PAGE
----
Parks Canada is going ahead with a mass roundup and kill of European fallow deer on Sidney Island after property owners on the island narrowly approved it.
Starting in the late fall, a contracted company will use two expert marksmen in a helicopter and another two on the ground to “dispatch” as many of the fallow deer as possible, Molly Clarkson, superintendent of the Gulf Islands National Park Reserve, said in an interview Friday.
The 10-day hunt will be followed by a year-long pause to assess if there are any survivors. A mop-up operation will follow using fencing and trained tracker dogs to flush out, contain and shoot any remaining fallow deer.
Controlled hunting and periodic culls over the years have reduced the number of fallow deer on the island from thousands in the 1980s to an estimated 400 to 500.
The cull, which will be undertaken by a company called Coastal Conservation, is part of a $5.9-million contract that will also see native plants species restored on Sidney Island. The goal is to eventually restore the endangered Garry oak and Douglas fir ecosystems that have been ravaged by the fallow deer and overrun by invasive plants like English hawthorn and Scotch broom.
The cull and continued management of the black-tailed deer population represents the majority of the overall contract, about $4.5 million, according to Parks Canada.
The decision to move forward with the cull came Friday following a narrow 52% vote in favour by the Sallas Forest Strata Corp. A total of 99 votes were cast.
The Sidney Island property owners, who own 1,500 hectares in 111 bare-land-strata lots, had the final say on whether the cull would go ahead. It has long been a sensitive subject among owners, who were split between favouring a mass kill and continuing to reduce the numbers of deer though seasonal hunting.
Parks Canada controls about 440 hectares on the north end of the island — including Sidney Spit — as part of Gulf Islands National Park Reserve. It’s leading the restoration initiative with the First Nations of the W̱SÁNEĆ Leadership Council, Pauquachin First Nation, the province, Islands Trust Conservancy and strata residents.
Eric Pelkey, hereditary chief of the Tsawout Nation and representative of the W̱SÁNEĆ Leadership Council, said Friday that ridding Sidney Island of the destructive fallow deer “is a great occasion for our people.”
European fallow deer were introduced on neighbouring James Island in 1902 as prey for hunting parties. The spotted deer with large antlers invaded Sidney Island in the early 1960s, when ponds were dug and the first standing fresh water became available to sustain them.
Their numbers grew to the thousands in the 1980s, damaging Garry oak meadows, Douglas firs and dozens of native plant species, including “medicine plants” beneficial to First Nations, said Pelkey.
“We have to correct the ecological imbalances on the island,” said Pelkey. “Our people have been going out and looking for medicines, but they can no longer be found … the fallow deer take everything.”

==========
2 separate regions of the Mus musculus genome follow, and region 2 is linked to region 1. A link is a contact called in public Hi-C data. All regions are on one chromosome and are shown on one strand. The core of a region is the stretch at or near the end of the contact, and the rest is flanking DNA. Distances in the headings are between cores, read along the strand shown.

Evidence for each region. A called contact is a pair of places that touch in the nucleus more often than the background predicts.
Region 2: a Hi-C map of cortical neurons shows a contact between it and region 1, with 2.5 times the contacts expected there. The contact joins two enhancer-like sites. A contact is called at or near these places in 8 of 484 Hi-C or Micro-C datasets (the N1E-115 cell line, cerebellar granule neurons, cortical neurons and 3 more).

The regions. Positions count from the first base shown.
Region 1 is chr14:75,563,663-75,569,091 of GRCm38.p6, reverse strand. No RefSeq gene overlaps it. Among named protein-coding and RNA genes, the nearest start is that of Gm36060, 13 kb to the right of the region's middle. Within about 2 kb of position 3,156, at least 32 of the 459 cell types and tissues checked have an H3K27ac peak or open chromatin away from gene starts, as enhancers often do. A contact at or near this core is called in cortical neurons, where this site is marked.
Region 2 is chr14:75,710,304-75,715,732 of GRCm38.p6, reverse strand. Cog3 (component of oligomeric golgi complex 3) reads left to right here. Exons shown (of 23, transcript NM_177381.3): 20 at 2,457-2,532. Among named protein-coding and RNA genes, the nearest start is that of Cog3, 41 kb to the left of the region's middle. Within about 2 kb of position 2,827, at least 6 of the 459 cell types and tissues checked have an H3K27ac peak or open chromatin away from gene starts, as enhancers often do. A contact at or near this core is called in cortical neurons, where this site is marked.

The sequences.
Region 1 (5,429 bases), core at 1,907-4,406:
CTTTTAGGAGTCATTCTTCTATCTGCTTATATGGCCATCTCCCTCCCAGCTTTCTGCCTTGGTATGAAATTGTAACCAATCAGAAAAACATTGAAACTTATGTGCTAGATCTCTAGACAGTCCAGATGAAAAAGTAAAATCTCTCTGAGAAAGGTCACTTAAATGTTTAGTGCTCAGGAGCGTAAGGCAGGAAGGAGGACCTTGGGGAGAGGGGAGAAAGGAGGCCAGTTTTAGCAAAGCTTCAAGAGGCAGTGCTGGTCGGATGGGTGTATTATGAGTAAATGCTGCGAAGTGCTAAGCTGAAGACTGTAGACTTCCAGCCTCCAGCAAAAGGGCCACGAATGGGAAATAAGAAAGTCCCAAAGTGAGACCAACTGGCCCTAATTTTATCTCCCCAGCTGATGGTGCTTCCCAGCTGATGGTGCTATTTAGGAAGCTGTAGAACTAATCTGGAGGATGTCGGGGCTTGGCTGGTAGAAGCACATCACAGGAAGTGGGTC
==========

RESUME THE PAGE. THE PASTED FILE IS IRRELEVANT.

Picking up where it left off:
First Nations want to see Sidney Island return to the natural state when their ancestors had an active village and burial grounds there. Pelkey said edible and medicinal plants such as camas and ferns were plentiful and native black-tailed deer caused far less damage.
Clarkson said Sidney Island is considered one of the least ecologically diverse islands in the Gulf Islands because of the deer and invasive plants.
She said an assessment process outlining all aspects of the restoration and cull will be open for the public to view and comment on prior to the fallow deer hunt, on the Impact Assessment Agency of Canada website at iaac-aeic.gc.ca.
Measures to ensure public safety will be in place during the hunt and cull, said Clarkson. The hunters will be using high-powered rifles.
Clarkson said representatives of the B.C. SPCA will be present as observers during the eradication on the ground. “We have been working closely with the animal-care community to ensure that plans are focused on causing as little stress as possible [on the fallow deer],” she said.
Pelkey said First Nations will take part in harvesting the fallow deer for meat and hides.
Michael Law, spokesman for the strata owners on Sidney Island who ultimately gave the green light on the cull, said killing the fallow deer was a “necessary first step” to remove an invasive species that is causing significant damage to the ecosystem.
He said while Sidney Island strata owners had different visions on restoring balance, “the goal of all involved was to do what’s in the best interest of the island.”
“The close vote indicates how carefully everyone was thinking about it,” said Law. “I don’t see it as dividing the community. It’s tight knit.”
Coastal Conservation has been involved in deer culls before. In 2017, it was part of a plan on Haida Gwaii to eradicate Sitka black-tailed deer, which were introduced there for hunting in 1898.
The federal government spent $5.7 million on the program, as it fell within Gwaii Haanas National Park Reserve.
In 2017, a total of 598 deer were shot from March to October and their meat was distributed for food on Haida Gwaii. Hunters fired rifles from low-flying helicopters and from the ground with tracking dogs. Shooting also took place from boats along the shoreline.
— with a file from the Vancouver Sun
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